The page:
EPA awards Sweetgrass Development $300K to support property cleanup and redevelopment in north-central Montana
Brownfields grant to spur economic redevelopment in the communities of Browning, Heart Butte, Cut Bank and Sunburst
DENVER -- The U.S. Environmental Protection Agency (EPA) is awarding the Sweetgrass Development Corporation (Sweetgrass) a $300,000 Brownfields assessment grant targeting properties on the Blackfeet Reservation, and in Glacier and Toole Counties in north-central Montana. Sweetgrass Development is among 149 communities selected to receive grant awards totaling $64,623,553 million in EPA Brownfields funding through our Multipurpose, Assessment, and Cleanup (MAC) grant programs.
Sweetgrass will use the EPA funds to conduct environmental site assessments and develop cleanup plans in the communities of Browning, Cut Bank, Heart Butte, and Sunburst, located along U.S. Highway 2, which leads to Glacier National Park, and Interstate 15, which leads to Canada. By focusing funds in the town of Browning, the largest community within the Blackfeet Reservation, redevelopment will create tourism jobs and services and improve the quality of life for the most disadvantaged in the target area.
“These grants fulfill several of President Trump’s top priorities simultaneously: helping communities in need transform contaminated sites into community assets that not only create jobs and jumpstart economic development but also improve public health and the environment,” said EPA Administrator Andrew Wheeler. “We are targeting these funds to areas that need them the most. Approximately 40 percent of the selected recipients are receiving Brownfields grants for the first time, which means we are reaching areas that may previously been neglected, and 108 of the selected communities have identified sites or targeted areas for redevelopment that fall within Opportunity Zones.”
“EPA continues to support Montana communities as they clean up and redevelop properties and create much-needed services and economic opportunities for their residents,” said EPA Regional Administrator Gregory Sopkin. “We look forward to seeing the areas targeted by EPA’s grant revitalized as places where people live, work and play.”
"This award will allow Sweetgrass development to continue a very successful program within our five-county region. The properties identified along Highway 2 and Interstate 15 will not only assist the communities with redevelopment and increase the tax base, but tourists passing through our region will see thriving communities, places that they will want to return to visit," said Sarah Converse, executive director of Sweetgrass Development.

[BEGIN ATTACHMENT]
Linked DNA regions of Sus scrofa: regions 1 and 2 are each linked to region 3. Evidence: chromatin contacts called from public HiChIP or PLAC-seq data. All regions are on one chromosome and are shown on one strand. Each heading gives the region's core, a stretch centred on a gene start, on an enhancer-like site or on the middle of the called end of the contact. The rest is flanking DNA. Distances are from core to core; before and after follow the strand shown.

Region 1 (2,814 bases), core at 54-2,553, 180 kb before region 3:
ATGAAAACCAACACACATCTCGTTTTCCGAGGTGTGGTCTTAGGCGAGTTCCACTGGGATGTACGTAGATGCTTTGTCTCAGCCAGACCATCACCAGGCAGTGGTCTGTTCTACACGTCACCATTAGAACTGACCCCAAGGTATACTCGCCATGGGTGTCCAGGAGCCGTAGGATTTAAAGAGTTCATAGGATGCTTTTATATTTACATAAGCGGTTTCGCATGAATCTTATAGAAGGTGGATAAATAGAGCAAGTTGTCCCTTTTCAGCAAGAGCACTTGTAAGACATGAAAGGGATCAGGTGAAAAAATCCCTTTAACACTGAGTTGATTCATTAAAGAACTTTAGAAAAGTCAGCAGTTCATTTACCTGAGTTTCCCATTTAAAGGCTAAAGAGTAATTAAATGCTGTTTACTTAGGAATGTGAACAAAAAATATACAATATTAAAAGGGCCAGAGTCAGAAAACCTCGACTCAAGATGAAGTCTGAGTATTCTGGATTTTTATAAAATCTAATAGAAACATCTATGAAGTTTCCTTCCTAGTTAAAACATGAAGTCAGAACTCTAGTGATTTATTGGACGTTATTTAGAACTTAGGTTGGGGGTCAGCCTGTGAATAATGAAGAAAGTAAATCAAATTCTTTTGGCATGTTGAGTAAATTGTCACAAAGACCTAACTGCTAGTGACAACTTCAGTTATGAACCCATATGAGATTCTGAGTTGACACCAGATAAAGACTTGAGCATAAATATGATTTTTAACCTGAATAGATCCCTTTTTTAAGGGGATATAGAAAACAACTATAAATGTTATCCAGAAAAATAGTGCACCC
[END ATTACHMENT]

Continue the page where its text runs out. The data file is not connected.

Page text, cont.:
Sweetgrass has identified several properties as priorities for assessment, cleanup and redevelopment. These include:
The Teepee, Browning -- The Teepee is a well-known and highly visible property that has been formerly used as a fireworks store and coffee shop. While numerous businesses have expressed interest in redeveloping the property, the presence of asbestos and lead-based paint have prohibited reuse.
Fire Hall Property, Heart Butte – The former fire hall property has known asbestos and lead-based paint contamination. Cleanup and demolition will make the site available for a new gas station, convenience store, and a park.
Glacier Hotel, Cut Bank -- The former Glacier Hotel is currently vacant and in disrepair. Previous assessments have confirmed the presence of asbestos and lead-based paint, with buildings in need of additional assessment. This site is a priority as potential redevelopment includes a shelter for women and children who are homeless or trying to escape violence.
Suta South, Sunburst – This vacant property in Sunburst, a former gas station, is the subject of redevelopment plans to create a rest area with automotive battery charging stations sourced with solar power.
A brownfield is a property for which the expansion, redevelopment or reuse may be complicated by the presence or potential presence of a hazardous substance, pollutant or contaminant. There are estimated to be more than 450,000 brownfields in the U.S. As of May 2019, under the EPA Brownfields Program 30,153 properties have been assessed, and 86,131 acres of idle land have been made ready for productive use. In addition, communities have been able to use Brownfields grants to leverage 150,120 jobs and more than $28 billion of public and private funding.
Grants awarded by EPA’s Brownfield Program provide communities across the country with an opportunity to transform contaminated sites into community assets that attract jobs and achieve broader economic development outcomes while taking advantage of existing infrastructure. For example, Brownfields grants have been shown to:
- Increase Local Tax Revenue: A study of 48 brownfields sites found that an estimated $29 million to $97 million in additional local tax revenue was generated in a single year after cleanup. This is two to seven times more than the $12.4 million EPA contributed to the cleanup of these sites.
- Increase Residential Property Values: Another study found that property values of homes near revitalized brownfields sites increased between 5 and 15% following cleanup.
One hundred and eight communities selected for grants this year have identified sites or targeted areas in census tracts designated as federal Opportunity Zones. An Opportunity Zone is an economically-distressed community where new investment, under certain conditions, may be eligible for preferential tax treatment
List of applicants selected for funding: https://www.epa.gov/brownfields/applicants-selected-fy19-brownfields-multipurpose-assessment-and-cleanup-grants
EPA booklet: “Brownfields: Properties with New Purpose, Improving Local Economies in Communities with Brownfield Sites”
For more on the Brownfields Grants: https://www.epa.gov/brownfields/types-brownfields-grant-funding
For more on EPA’s Brownfields Program: https://www.epa.gov/brownfields